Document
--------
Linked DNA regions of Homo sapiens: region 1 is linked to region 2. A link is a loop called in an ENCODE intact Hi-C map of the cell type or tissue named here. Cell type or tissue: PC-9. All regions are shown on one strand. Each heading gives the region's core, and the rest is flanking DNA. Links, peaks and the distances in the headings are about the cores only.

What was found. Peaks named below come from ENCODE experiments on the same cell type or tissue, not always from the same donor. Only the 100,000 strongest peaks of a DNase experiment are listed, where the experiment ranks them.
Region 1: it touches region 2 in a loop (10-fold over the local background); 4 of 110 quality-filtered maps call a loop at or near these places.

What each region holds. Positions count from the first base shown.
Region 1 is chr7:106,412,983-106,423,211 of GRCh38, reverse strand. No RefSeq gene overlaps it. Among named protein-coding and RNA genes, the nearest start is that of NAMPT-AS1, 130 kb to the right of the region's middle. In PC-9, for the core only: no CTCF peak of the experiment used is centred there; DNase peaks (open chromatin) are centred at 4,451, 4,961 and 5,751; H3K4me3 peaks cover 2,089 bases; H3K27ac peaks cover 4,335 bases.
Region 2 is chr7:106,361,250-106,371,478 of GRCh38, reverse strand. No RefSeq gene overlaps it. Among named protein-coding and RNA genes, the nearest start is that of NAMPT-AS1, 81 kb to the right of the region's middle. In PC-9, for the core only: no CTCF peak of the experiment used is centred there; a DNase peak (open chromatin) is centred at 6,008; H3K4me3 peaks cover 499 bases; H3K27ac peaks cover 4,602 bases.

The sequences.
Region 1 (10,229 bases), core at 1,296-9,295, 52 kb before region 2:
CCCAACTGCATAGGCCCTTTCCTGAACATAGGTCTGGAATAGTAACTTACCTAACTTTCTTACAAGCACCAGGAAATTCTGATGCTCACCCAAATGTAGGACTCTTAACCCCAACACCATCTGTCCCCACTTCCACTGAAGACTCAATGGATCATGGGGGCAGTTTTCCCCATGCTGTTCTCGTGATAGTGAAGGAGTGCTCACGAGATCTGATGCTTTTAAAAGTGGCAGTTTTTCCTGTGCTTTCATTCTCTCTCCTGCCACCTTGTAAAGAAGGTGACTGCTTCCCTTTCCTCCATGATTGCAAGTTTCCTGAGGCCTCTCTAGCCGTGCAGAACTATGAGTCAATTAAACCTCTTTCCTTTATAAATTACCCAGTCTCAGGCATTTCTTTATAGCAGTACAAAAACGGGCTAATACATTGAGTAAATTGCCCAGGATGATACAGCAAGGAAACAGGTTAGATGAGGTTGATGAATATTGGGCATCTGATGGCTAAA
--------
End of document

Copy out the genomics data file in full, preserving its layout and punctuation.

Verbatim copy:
Linked DNA regions of Homo sapiens: region 1 is linked to region 2. A link is a loop called in an ENCODE intact Hi-C map of the cell type or tissue named here. Cell type or tissue: PC-9. All regions are shown on one strand. Each heading gives the region's core, and the rest is flanking DNA. Links, peaks and the distances in the headings are about the cores only.

What was found. Peaks named below come from ENCODE experiments on the same cell type or tissue, not always from the same donor. Only the 100,000 strongest peaks of a DNase experiment are listed, where the experiment ranks them.
Region 1: it touches region 2 in a loop (10-fold over the local background); 4 of 110 quality-filtered maps call a loop at or near these places.

What each region holds. Positions count from the first base shown.
Region 1 is chr7:106,412,983-106,423,211 of GRCh38, reverse strand. No RefSeq gene overlaps it. Among named protein-coding and RNA genes, the nearest start is that of NAMPT-AS1, 130 kb to the right of the region's middle. In PC-9, for the core only: no CTCF peak of the experiment used is centred there; DNase peaks (open chromatin) are centred at 4,451, 4,961 and 5,751; H3K4me3 peaks cover 2,089 bases; H3K27ac peaks cover 4,335 bases.
Region 2 is chr7:106,361,250-106,371,478 of GRCh38, reverse strand. No RefSeq gene overlaps it. Among named protein-coding and RNA genes, the nearest start is that of NAMPT-AS1, 81 kb to the right of the region's middle. In PC-9, for the core only: no CTCF peak of the experiment used is centred there; a DNase peak (open chromatin) is centred at 6,008; H3K4me3 peaks cover 499 bases; H3K27ac peaks cover 4,602 bases.

The sequences.
Region 1 (10,229 bases), core at 1,296-9,295, 52 kb before region 2:
CCCAACTGCATAGGCCCTTTCCTGAACATAGGTCTGGAATAGTAACTTACCTAACTTTCTTACAAGCACCAGGAAATTCTGATGCTCACCCAAATGTAGGACTCTTAACCCCAACACCATCTGTCCCCACTTCCACTGAAGACTCAATGGATCATGGGGGCAGTTTTCCCCATGCTGTTCTCGTGATAGTGAAGGAGTGCTCACGAGATCTGATGCTTTTAAAAGTGGCAGTTTTTCCTGTGCTTTCATTCTCTCTCCTGCCACCTTGTAAAGAAGGTGACTGCTTCCCTTTCCTCCATGATTGCAAGTTTCCTGAGGCCTCTCTAGCCGTGCAGAACTATGAGTCAATTAAACCTCTTTCCTTTATAAATTACCCAGTCTCAGGCATTTCTTTATAGCAGTACAAAAACGGGCTAATACATTGAGTAAATTGCCCAGGATGATACAGCAAGGAAACAGGTTAGATGAGGTTGATGAATATTGGGCATCTGATGGCTAAA